General motor’s bold plan for the future of their autonomous cars is simple – get rid of the steering wheel and regain valuable cockpit space. However, they are facing a fight from the US National Highway Traffic Safety Administration (NHTSA), which requires there be a way to control the car in case the AI malfunctions. We’re still in the early days of self-driving cars, and disasters leading to the death of humans have already occurred with some autonomous vehicles. However, GM is petitioning the NHTSA to allow them to remove this safety feature, confident of the ability of their AI to drive safely.
The First On the Streets
If the wild plan is greenlit, the GM would be the first company in the US to have cars on the road without steering wheels. Waymo, the Google-based competitor to GM, recently got rid of their human caretakers for vehicles. Even so, Waymo’s autonomous taxis still have pedals and steering wheels. The administrator of the NHTSA James Owens believes that the time is ripe for the authority to consider getting rid of steering wheels. While he didn’t outright say that the NHTSA would allow the removal, he did hint that they would deliver a ruling on it sometime in 2020.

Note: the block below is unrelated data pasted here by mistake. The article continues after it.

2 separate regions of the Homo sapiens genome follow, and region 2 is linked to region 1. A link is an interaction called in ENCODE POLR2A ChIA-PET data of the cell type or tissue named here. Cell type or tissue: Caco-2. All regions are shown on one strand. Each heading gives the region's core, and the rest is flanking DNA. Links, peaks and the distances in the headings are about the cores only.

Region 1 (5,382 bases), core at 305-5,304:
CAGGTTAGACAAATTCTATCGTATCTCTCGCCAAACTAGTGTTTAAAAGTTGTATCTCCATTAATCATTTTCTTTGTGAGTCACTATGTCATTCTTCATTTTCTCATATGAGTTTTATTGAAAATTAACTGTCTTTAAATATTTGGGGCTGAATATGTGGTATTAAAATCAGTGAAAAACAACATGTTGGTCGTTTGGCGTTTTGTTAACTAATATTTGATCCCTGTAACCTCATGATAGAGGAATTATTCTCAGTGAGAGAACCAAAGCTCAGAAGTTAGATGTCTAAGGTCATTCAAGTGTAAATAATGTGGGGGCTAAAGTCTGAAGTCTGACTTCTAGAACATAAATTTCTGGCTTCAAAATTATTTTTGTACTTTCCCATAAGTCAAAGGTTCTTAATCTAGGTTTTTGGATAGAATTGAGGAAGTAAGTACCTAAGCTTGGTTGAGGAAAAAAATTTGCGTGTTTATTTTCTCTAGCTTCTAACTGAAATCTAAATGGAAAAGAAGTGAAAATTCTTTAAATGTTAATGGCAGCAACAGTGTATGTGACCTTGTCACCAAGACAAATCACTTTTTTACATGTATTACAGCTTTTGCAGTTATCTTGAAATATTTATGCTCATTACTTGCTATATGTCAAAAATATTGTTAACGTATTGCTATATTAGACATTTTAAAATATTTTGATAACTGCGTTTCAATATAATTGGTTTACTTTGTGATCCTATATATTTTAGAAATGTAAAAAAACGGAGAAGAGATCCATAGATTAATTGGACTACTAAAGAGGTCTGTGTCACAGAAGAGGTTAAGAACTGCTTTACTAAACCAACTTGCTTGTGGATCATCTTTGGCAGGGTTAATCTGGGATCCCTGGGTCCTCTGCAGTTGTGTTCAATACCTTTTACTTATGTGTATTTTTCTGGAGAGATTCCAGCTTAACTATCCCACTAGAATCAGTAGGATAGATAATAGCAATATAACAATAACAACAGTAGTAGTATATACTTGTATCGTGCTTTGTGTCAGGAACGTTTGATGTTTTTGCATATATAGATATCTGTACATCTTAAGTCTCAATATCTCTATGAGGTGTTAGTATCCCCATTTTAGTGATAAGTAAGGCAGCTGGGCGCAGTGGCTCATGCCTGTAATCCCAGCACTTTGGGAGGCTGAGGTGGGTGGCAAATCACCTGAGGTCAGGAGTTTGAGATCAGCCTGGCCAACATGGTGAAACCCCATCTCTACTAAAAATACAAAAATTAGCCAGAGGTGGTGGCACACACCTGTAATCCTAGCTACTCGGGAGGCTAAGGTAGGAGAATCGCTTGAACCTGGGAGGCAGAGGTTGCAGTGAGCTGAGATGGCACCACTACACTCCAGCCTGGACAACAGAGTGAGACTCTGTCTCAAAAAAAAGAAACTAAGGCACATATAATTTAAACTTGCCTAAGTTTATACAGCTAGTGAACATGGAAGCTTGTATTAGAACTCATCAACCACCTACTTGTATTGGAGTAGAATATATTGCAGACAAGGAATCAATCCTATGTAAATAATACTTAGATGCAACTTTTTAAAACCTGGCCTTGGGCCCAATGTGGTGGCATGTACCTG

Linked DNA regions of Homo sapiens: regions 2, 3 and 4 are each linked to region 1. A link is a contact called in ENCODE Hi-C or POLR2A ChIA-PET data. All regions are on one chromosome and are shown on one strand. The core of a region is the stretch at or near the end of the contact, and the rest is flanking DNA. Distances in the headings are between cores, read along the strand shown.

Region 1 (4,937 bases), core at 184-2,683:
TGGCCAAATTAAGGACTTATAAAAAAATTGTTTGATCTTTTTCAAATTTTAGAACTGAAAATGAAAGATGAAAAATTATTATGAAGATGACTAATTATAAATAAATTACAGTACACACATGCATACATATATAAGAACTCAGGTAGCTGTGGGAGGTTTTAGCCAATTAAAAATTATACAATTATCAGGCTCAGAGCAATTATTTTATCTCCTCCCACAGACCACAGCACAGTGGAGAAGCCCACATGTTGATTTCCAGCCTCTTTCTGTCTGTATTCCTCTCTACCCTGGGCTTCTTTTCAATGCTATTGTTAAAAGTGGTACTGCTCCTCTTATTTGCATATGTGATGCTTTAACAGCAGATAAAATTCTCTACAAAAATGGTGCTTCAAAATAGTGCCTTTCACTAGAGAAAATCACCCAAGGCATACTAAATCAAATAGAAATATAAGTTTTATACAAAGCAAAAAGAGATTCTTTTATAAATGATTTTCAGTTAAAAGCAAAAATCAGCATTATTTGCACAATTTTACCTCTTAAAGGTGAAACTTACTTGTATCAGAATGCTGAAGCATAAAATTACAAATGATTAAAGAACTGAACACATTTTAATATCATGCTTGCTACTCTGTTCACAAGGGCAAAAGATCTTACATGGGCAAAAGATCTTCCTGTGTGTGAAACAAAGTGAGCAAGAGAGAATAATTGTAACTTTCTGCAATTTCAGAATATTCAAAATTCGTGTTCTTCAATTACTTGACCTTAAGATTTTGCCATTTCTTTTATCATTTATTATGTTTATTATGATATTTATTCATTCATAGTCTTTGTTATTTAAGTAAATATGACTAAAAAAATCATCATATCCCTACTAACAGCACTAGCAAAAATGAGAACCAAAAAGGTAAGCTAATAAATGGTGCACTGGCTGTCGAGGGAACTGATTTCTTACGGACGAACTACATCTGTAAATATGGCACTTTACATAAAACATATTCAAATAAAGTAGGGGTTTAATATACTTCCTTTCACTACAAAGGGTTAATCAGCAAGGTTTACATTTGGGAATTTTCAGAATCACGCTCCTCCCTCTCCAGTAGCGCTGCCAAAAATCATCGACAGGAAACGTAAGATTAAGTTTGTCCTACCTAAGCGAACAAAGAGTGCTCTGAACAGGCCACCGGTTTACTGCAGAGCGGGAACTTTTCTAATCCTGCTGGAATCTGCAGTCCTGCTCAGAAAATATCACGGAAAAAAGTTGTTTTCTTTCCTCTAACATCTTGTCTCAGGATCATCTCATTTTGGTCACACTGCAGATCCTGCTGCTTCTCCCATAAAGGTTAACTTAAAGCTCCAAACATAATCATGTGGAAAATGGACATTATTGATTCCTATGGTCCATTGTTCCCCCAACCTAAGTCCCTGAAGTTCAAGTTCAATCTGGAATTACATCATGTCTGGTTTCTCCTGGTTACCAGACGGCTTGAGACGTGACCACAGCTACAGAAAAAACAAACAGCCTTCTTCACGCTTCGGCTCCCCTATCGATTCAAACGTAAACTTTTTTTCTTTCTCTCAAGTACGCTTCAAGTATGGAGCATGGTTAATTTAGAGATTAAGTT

Rapid Development Leading to Change
There are different levels of autonomous vehicles. Levels 0 to 3 all require human intervention, although the level of interaction with the car decreases with each step upwards. Level 4 (called high automation) still needs a human being to be present for starting, braking, steering, throttle, and parking. However, in the right settings, the car can drive itself, given there aren’t too many other cars or traffic around it. Level 5 is full automation where the vehicle can drive itself completely, not necessarily needing a human. So far, vehicle manufacturers have been at level 4, but until they make it to level 5, removing the steering wheel may be a premature measure.